As I listened to the old man I could not help laughing and crying in a breath. Certainly he knew how to lie when the occasion required! The books were transferred to his son’s room, and arranged upon a shelf, where Pokrovski at once guessed the truth about them. Then the old man was invited to dinner and we all spent a merry day together at cards and forfeits. Sasha was full of life, and I rivalled her, while Pokrovski paid me numerous attentions, and kept seeking an occasion to speak to me alone. But to allow this to happen I refused. Yes, taken all in all, it was the happiest day that I had known for four years.
But now only grievous, painful memories come to my recollection, for I must enter upon the story of my darker experiences. It may be that that is why my pen begins to move more slowly, and seems as though it were going altogether to refuse to write. The same reason may account for my having undertaken so lovingly and enthusiastically a recounting of even the smallest details of my younger, happier days. But alas! those days did not last long, and were succeeded by a period of black sorrow which will close only God knows when!
My misfortunes began with the illness and death of Pokrovski, who was taken worse two months after what I have last recorded in these memoirs. During those two months he worked hard to procure himself a livelihood since hitherto he had had no assured position. Like all consumptives, he never—not even up to his last moment—altogether abandoned the hope of being able to enjoy a long life. A post as tutor fell in his way, but he had never liked the profession; while for him to become a civil servant was out of the question, owing to his weak state of health. Moreover, in the latter capacity he would have had to have waited a long time for his first instalment of salary. Again, he always looked at the darker side of things, for his character was gradually being warped, and his health undermined by his illness, though he never noticed it. Then autumn came on, and daily he went out to business—that is to say, to apply for and to canvass for posts—clad only in a light jacket; with the result that, after repeated soakings with rain, he had to take to his bed, and never again left it. He died in mid-autumn at the close of the month of October.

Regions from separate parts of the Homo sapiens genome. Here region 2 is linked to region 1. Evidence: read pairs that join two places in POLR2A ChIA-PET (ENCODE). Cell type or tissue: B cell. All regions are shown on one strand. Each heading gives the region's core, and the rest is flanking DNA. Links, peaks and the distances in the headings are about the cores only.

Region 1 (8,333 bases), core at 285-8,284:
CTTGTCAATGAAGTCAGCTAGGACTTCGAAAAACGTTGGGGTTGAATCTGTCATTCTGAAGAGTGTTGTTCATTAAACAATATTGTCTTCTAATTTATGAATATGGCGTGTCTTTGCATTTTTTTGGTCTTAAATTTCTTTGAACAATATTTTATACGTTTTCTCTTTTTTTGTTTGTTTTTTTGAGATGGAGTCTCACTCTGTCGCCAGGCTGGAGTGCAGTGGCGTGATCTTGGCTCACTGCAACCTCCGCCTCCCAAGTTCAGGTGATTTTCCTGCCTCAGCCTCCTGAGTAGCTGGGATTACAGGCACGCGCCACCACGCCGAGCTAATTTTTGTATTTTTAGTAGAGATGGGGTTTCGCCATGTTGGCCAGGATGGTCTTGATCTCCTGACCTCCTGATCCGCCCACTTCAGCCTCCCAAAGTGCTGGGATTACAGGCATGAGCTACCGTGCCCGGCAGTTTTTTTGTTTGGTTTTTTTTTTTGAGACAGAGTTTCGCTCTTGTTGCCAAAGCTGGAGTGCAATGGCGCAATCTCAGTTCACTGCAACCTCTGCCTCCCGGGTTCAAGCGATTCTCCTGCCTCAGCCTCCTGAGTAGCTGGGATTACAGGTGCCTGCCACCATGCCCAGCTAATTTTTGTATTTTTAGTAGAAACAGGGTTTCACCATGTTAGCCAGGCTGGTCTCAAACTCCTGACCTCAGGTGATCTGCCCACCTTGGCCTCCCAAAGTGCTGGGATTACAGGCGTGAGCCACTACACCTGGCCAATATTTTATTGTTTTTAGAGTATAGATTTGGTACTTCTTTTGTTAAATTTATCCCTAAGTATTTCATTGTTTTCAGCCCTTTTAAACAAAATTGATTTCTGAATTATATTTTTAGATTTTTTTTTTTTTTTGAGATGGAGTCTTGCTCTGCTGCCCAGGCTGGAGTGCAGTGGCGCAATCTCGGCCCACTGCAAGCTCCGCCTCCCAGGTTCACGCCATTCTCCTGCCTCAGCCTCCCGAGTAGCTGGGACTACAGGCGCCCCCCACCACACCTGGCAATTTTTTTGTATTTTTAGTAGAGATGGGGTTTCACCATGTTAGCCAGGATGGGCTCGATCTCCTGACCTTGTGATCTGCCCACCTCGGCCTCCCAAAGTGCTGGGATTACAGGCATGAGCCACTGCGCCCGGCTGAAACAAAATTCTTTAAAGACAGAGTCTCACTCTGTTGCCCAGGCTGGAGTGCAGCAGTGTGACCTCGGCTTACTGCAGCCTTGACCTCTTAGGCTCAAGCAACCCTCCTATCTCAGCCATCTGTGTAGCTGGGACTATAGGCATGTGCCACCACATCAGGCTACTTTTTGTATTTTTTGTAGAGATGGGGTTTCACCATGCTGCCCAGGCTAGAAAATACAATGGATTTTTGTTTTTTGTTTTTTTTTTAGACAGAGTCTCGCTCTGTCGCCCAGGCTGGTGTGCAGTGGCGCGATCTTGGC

Throughout his illness I scarcely ever left his room, but waited on him hand and foot. Often he could not sleep for several nights at a time. Often, too, he was unconscious, or else in a delirium; and at such times he would talk of all sorts of things—of his work, of his books, of his father, of myself. At such times I learned much which I had not hitherto known or divined about his affairs. During the early part of his illness everyone in the house looked askance at me, and Anna Thedorovna would nod her head in a meaning manner; but, I always looked them straight in the face, and gradually they ceased to take any notice of my concern for Pokrovski. At all events my mother ceased to trouble her head about it.